ODJ: Clarity of Trust and Love

December 29, 2018 

READ: Colossians 1:1-22 

He existed before anything else, and he holds all creation together (v.17).

A proliferate poet also known for her reclusive nature, Emily Dickinson grew up in a community of Christian ideology. Faith in Christ, however, remained a distant complexity, and her unanswered questions about God—as well as her cynicism—are embedded in her poetry. In “Apparently with No Surprise”, Dickinson questions the goodness of a Creator who allows a beautiful, innocent “happy flower” to be destroyed by the frost. In the poem, God seems detached, seemingly approving of the flower’s suffering.

Like Dickinson, the unanswered mysteries of life on earth may tempt us to wonder about the dependability of God’s goodness (James 1:17), especially if we’re trying to reconcile difficult circumstances in our own lives. Life on Earth certainly has the capacity to make us see the wonder of God’s infinite power.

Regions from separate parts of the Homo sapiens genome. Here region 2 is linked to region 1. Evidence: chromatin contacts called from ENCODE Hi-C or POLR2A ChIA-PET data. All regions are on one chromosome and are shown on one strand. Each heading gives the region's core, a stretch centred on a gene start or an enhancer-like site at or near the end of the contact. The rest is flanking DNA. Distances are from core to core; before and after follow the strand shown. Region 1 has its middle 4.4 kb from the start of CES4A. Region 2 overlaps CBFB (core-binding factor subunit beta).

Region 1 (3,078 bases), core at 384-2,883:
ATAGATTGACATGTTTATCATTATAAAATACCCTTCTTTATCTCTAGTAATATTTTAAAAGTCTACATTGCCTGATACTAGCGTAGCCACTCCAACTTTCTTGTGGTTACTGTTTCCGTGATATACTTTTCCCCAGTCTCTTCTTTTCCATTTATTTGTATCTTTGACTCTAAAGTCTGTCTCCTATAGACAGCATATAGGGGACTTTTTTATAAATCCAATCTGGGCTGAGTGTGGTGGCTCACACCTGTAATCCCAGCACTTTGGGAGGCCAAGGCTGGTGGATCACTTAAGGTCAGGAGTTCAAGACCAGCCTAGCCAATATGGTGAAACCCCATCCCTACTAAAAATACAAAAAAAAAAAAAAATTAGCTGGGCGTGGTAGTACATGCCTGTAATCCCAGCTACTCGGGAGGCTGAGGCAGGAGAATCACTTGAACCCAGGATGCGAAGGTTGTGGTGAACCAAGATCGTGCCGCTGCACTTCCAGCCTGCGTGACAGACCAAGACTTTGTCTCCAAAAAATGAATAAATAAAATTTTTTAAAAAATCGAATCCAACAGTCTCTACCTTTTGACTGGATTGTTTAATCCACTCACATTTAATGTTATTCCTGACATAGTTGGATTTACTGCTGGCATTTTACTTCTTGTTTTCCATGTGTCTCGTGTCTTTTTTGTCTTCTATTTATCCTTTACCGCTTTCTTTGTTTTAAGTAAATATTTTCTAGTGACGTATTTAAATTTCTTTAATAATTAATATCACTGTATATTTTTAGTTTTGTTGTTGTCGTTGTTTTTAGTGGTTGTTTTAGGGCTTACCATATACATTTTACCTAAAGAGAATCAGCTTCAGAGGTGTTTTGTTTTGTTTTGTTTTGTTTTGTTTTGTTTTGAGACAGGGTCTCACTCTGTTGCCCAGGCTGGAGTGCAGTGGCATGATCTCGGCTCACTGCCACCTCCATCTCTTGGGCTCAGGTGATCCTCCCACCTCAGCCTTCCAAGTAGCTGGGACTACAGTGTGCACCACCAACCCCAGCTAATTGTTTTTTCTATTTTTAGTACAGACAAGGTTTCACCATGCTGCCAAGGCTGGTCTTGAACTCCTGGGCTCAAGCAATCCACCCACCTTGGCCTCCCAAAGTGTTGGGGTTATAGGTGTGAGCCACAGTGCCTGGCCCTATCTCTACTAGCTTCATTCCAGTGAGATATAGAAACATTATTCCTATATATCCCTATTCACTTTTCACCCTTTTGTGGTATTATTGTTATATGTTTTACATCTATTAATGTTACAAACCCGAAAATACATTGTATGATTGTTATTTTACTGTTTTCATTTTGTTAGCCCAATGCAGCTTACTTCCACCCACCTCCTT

But as we encounter the inexplicable, we can find some clarity through the lens of trust. God’s plan for what He made wasn’t merely to bring order from a formless void (Genesis 1:2; Hebrews 11:3), but, after humanity’s fall into sin, to restore what sin and death had attempted to destroy (Colossians 1:13-14).

Over all creation, Jesus still reveals the restoring power of God (v.20). He existed before time began, and He was involved in the making of a world He knew He would die to save (vv.15-16).

We live with great expectation (v.5), not only for eternal life, but for creation. God’s creative design centres on this truth: “[Christ] existed before anything else, and he holds all creation together” (v.17).

God longs to be with us, and His desire is that our lives would bear fruit marked by the beauty of His provision through Jesus, our Redeemer (vv.6,10-12,22).

—Regina Franklin

365-day plan: Revelation 1:1-20

Read Isaiah 55:8-13 and consider the ways in which creation reflects God’s character, particularly in wisdom and goodness. 
What mysteries of nature have caused you to question God’s character? How can considering those questions from the perspective of the cross bring clarity?